Hot! When The Secondary Market Becomes The Primary Market

The landscape of the “ticket word” has changed. Promoters, entertainment acts, and sports teams have decided that they need to make even more money, thus they have instilled a dynamic ticket pricing system. This allows them to fluctuate the face value of tickets based on the demand/potential demand. While one may argue they have every right to do so, I’m going to tell you why this is detrimental to the fans and it has to stop.

In order to fully understand what is going on, let’s make up a hypothetical: In 1994, the face value for a regular season NY Rangers game in section 103 was $75.00. As was and is always the case, the later the round (in the playoffs), the higher the face value of the ticket was/is. Let’s just say that this $75.00 ticket became: $85.00 in Round 1, $105.00 in Round 2, $175.00 in Round 3, and $225.00 in the Finals. Despite this being the face value, the secondary market value (think value on StubHub, Ebay, etc.) or as I like to say, it’s true value, was $80.00 for a regular season game, $150.00 for Round 1, $250.00 for Round 2, $500.00 for Round 3, and $1,000 for the Finals. If an individual was to sell his or her tickets, they (in some cases) would be making more money than the performing act!! Is this unfair? No, it isn’t…it’s capitalism at its finest.

As a fan of the Rangers and Knicks, I recently noticed the insane price hike for playoff tickets when purchased on Ticketmaster – this exponential increase doesn’t apply to season ticket holder prices. At first glance you may think that this is fair and as a business they are fiscally obligated to do this, but you’re wrong. Let’s see the trickle down effects….


1) The Middle Man. Agree or disagree with the concept of ticket scalping, it is a LEGAL business – a multi-billion dollar business. If we lose “The Middle Man”, this multi-billion dollar industry is hurt or destroyed. That’s going to come back and hurt you, I promise…But just in case you’re not fiscally hurt by this in any way, let’s look at that concert you want to go to…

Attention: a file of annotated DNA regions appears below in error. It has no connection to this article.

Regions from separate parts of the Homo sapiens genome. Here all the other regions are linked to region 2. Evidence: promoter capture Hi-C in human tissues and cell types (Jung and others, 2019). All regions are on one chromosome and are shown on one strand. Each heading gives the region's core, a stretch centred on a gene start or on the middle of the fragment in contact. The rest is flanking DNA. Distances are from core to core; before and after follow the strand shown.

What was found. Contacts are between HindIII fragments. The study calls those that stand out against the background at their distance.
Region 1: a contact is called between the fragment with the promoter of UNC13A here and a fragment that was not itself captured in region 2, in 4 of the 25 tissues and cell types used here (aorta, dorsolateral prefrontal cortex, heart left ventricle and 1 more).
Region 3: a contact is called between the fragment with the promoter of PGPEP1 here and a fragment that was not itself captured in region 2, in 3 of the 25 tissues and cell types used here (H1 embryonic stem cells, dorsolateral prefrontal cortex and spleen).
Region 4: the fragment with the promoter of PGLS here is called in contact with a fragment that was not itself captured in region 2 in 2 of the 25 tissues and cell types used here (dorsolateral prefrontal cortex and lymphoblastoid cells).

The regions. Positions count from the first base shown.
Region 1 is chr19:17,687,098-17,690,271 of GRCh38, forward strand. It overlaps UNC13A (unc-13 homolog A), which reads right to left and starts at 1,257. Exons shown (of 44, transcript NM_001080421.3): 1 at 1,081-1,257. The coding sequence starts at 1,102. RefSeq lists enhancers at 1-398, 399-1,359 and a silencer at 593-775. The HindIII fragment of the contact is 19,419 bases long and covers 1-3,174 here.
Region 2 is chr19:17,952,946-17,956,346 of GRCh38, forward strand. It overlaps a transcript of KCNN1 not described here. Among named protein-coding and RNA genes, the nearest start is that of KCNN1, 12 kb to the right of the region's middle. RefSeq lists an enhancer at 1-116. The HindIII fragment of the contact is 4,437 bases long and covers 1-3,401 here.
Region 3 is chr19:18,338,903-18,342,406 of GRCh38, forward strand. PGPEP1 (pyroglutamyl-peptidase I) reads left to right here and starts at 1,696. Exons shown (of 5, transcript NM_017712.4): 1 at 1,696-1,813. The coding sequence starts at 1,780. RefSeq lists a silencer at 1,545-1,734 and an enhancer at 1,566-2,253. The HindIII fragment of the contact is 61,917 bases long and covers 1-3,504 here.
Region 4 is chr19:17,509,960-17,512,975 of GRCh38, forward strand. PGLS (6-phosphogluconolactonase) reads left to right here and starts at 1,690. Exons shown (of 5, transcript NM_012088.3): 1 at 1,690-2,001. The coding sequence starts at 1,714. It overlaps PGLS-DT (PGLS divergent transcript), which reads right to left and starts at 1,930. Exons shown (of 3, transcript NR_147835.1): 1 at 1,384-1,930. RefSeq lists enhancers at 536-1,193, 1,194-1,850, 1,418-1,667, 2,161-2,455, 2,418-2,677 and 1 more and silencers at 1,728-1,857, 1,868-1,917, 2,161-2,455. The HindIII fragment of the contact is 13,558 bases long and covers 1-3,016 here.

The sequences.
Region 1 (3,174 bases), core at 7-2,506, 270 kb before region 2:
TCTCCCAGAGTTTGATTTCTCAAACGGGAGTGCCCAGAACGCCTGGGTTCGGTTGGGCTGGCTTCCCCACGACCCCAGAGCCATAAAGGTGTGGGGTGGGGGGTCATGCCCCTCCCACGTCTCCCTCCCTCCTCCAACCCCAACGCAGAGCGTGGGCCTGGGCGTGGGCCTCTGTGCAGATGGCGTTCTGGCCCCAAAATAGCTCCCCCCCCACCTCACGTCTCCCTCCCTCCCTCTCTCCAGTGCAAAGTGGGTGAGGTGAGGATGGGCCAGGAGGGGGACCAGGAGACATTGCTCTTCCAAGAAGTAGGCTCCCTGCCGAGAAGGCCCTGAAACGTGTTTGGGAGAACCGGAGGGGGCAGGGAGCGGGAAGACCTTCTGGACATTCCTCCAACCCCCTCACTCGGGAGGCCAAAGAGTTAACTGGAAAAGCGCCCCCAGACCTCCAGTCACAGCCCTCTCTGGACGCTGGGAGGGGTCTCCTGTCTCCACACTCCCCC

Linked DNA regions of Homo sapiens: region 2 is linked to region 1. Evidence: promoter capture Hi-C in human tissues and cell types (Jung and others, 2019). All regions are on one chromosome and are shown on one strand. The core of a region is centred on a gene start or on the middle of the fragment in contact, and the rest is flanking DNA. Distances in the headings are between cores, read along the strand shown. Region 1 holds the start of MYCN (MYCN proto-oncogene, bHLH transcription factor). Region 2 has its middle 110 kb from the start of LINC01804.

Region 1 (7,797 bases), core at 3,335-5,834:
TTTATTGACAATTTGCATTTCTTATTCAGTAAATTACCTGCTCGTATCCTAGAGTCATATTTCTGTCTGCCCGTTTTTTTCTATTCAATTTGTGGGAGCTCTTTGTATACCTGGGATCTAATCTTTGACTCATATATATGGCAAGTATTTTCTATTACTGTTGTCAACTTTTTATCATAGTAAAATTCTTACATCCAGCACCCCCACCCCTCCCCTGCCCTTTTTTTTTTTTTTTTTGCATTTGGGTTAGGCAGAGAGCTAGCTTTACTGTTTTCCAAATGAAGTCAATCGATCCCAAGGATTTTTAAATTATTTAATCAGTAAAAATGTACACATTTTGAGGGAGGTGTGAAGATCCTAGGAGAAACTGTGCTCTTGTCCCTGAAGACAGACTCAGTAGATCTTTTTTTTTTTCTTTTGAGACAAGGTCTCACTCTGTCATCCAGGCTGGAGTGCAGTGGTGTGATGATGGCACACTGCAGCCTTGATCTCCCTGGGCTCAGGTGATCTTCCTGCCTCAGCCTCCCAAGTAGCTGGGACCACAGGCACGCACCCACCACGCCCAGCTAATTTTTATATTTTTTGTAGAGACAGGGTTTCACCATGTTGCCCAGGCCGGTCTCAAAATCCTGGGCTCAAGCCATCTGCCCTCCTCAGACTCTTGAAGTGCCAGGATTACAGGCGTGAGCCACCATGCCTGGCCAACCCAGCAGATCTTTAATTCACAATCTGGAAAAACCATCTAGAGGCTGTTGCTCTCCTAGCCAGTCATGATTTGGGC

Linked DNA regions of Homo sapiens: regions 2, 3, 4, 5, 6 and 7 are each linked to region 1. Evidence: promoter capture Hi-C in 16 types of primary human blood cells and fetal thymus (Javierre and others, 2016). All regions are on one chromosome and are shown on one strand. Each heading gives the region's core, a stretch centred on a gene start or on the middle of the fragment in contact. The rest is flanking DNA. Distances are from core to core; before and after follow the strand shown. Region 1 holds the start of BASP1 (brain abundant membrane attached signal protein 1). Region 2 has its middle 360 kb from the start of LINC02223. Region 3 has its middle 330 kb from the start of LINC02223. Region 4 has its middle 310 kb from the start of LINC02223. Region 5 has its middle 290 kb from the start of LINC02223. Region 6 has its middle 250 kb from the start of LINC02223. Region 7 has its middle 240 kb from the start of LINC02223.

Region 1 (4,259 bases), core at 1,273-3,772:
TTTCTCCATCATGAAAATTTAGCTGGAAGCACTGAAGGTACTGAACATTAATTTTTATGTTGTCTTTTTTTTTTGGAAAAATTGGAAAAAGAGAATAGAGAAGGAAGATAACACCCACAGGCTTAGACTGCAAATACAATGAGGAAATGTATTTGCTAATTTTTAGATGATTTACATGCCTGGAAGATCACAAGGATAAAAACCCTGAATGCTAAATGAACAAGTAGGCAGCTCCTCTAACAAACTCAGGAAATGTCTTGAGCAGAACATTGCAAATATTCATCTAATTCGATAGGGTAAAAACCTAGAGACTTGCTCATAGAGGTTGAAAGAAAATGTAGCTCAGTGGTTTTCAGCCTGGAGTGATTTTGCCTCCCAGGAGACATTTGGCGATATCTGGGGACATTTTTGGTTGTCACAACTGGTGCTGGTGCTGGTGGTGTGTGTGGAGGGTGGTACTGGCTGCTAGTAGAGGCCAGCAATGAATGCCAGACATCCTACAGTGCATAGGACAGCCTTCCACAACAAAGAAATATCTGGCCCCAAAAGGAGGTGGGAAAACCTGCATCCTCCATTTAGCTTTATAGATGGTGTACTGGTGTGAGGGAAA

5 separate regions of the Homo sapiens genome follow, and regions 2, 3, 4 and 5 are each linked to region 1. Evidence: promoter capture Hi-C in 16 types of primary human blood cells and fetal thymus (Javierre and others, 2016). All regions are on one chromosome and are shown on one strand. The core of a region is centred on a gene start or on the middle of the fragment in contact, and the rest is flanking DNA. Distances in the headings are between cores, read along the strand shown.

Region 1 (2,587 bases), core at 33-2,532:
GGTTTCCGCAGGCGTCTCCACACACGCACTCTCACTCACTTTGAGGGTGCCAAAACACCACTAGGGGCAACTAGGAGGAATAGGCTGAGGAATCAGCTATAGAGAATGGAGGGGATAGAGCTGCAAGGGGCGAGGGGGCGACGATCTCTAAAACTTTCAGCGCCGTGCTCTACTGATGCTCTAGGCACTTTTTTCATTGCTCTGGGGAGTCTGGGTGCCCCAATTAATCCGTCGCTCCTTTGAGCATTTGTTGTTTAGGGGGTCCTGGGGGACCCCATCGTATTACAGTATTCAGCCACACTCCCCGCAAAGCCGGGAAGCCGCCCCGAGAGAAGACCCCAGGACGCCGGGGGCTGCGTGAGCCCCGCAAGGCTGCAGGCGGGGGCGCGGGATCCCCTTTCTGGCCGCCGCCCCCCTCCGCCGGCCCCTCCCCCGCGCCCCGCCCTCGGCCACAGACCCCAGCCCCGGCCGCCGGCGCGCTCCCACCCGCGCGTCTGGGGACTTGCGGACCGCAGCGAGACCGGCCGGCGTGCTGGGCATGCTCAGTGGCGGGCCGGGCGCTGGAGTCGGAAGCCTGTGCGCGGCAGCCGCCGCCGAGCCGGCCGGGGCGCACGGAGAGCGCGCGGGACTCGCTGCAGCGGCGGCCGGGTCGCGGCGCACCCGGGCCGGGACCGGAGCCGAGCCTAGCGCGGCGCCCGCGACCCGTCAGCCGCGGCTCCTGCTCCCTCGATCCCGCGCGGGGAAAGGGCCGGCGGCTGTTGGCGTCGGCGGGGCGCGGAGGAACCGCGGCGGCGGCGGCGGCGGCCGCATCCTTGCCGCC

2) That’s Gaga, Lady. Lady Gaga tickets have a face value of $250.00 for reserved seats that are somewhat close to the stage. You can be in a crowded mosh pit for $95.00 a ticket, but that sounds terrible. So now I want to go to this concert with my family because we’re hip and do cool things like see Lady Gaga – I need to buy 4 tickets. I don’t get tickets on Ticketmaster so I must look at the secondary market. Since the face value of the four tickets is $1,000 total, “The Middle Man” still needs to feed his family so now he marks it up. Do the math, you’re paying an arm and leg to see Lady Gaga.

3) The Home Field Disadvantage. We all know what happens when that rich douche bag is sitting front row at that playoff game – you hope he chokes on his lobster roll and let’s be honest, none of these guys make any noise: Stadiums are getting less and less intimidating for the opposing players because of this. Look at visiting teams records in all sports over the past few years vs. 10+ years ago, it’s stunning.


I know it’s a businesses obligation to make the proper decisions in order to make money, but there needs to be some consideration for your biggest customer, the fans. There has to be a breaking point when you see money thrown around in ways that aren’t fiscally responsible…sound familiar?  Many, including myself, are against the Occupy Wall Streeters, but when you start seeing the effects of corporate greed first hand, you think for a second…maybe they are kinda right.


Corey Brill

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